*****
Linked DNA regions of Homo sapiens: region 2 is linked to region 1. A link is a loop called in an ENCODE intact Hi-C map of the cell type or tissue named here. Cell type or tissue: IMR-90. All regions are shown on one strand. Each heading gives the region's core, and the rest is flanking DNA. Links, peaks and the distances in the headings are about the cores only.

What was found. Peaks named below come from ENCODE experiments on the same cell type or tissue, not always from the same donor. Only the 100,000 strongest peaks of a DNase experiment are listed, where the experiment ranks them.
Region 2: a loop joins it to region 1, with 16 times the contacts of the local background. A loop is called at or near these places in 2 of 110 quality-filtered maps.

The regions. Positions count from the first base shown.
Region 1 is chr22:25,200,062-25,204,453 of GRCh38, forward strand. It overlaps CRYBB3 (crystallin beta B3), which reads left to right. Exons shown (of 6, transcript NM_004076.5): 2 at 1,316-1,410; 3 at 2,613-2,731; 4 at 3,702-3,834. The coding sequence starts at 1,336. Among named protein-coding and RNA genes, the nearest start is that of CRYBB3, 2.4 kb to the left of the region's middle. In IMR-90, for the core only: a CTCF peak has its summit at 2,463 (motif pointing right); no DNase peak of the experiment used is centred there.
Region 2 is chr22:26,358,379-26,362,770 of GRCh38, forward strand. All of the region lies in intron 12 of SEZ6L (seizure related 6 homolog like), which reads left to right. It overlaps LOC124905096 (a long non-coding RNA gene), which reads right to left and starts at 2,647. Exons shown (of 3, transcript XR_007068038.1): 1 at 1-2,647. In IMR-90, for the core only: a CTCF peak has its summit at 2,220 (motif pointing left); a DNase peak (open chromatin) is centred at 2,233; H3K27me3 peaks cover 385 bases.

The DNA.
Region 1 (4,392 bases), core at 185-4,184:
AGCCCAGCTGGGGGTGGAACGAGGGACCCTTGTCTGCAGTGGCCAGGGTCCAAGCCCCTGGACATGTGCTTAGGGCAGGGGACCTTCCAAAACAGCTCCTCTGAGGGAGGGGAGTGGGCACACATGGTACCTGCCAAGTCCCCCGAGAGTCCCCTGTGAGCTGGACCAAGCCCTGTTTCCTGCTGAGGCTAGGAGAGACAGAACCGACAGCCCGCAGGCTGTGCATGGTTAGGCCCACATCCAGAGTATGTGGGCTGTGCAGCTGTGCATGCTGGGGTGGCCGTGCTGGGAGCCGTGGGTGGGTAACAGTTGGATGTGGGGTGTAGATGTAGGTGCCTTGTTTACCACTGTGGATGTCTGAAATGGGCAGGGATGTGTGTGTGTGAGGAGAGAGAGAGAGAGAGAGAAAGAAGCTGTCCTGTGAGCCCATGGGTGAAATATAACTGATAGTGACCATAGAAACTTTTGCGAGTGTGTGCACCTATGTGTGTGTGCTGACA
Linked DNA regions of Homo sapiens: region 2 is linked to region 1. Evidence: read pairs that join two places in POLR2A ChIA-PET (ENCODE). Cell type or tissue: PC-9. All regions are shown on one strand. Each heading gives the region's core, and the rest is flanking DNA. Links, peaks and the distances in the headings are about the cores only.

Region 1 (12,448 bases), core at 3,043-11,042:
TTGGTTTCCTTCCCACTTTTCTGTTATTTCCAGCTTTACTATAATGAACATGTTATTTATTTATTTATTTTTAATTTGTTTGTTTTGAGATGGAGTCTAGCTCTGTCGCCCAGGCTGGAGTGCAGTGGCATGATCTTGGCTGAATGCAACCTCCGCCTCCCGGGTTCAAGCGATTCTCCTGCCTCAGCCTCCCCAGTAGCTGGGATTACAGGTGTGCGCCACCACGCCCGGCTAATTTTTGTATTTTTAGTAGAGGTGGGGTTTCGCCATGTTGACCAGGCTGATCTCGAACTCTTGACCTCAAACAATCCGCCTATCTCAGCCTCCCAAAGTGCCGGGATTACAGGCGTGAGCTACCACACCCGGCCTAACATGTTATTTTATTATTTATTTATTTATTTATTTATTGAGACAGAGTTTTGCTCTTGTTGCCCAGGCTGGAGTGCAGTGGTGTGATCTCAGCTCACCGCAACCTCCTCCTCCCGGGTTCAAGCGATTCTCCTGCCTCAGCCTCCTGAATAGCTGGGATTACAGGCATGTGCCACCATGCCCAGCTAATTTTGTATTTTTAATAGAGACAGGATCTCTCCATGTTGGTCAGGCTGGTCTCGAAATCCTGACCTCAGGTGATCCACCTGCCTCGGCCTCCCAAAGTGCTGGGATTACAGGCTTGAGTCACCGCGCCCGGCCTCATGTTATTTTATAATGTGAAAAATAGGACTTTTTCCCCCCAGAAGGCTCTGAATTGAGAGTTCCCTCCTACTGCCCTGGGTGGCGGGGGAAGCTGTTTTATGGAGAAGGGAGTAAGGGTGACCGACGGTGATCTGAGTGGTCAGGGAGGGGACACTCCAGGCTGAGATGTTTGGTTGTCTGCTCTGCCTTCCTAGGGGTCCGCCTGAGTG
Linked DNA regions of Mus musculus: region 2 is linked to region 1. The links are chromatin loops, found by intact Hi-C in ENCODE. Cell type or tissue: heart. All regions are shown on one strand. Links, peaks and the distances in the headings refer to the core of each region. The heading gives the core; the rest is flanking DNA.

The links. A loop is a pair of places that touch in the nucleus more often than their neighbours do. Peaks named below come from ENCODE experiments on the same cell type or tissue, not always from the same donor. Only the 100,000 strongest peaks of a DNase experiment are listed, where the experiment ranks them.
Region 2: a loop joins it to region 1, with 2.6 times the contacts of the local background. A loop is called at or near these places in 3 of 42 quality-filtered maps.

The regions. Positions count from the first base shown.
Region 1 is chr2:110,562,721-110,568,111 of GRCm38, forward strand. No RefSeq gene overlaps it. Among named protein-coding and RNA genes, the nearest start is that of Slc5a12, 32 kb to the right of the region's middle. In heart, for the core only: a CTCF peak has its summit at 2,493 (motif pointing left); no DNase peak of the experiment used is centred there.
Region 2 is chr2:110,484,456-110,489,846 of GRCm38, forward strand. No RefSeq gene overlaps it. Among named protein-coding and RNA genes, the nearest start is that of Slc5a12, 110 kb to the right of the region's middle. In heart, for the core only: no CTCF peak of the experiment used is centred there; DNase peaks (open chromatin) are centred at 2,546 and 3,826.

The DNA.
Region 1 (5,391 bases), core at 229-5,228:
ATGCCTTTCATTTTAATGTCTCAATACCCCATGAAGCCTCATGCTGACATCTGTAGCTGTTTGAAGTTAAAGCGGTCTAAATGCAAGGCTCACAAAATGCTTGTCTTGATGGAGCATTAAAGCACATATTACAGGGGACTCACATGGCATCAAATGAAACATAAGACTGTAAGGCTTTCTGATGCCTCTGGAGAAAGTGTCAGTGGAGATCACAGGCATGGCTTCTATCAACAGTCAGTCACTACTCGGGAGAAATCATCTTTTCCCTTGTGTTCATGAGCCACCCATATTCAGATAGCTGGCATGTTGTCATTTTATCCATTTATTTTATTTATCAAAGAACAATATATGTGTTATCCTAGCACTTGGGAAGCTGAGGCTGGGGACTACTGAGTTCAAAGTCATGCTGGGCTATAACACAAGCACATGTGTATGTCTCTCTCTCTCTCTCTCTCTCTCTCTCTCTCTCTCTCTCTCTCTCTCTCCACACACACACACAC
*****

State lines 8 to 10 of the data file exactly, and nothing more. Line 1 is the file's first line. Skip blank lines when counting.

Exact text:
Region 1 (4,392 bases), core at 185-4,184:
AGCCCAGCTGGGGGTGGAACGAGGGACCCTTGTCTGCAGTGGCCAGGGTCCAAGCCCCTGGACATGTGCTTAGGGCAGGGGACCTTCCAAAACAGCTCCTCTGAGGGAGGGGAGTGGGCACACATGGTACCTGCCAAGTCCCCCGAGAGTCCCCTGTGAGCTGGACCAAGCCCTGTTTCCTGCTGAGGCTAGGAGAGACAGAACCGACAGCCCGCAGGCTGTGCATGGTTAGGCCCACATCCAGAGTATGTGGGCTGTGCAGCTGTGCATGCTGGGGTGGCCGTGCTGGGAGCCGTGGGTGGGTAACAGTTGGATGTGGGGTGTAGATGTAGGTGCCTTGTTTACCACTGTGGATGTCTGAAATGGGCAGGGATGTGTGTGTGTGAGGAGAGAGAGAGAGAGAGAGAAAGAAGCTGTCCTGTGAGCCCATGGGTGAAATATAACTGATAGTGACCATAGAAACTTTTGCGAGTGTGTGCACCTATGTGTGTGTGCTGACA
Linked DNA regions of Homo sapiens: region 2 is linked to region 1. Evidence: read pairs that join two places in POLR2A ChIA-PET (ENCODE). Cell type or tissue: PC-9. All regions are shown on one strand. Each heading gives the region's core, and the rest is flanking DNA. Links, peaks and the distances in the headings are about the cores only.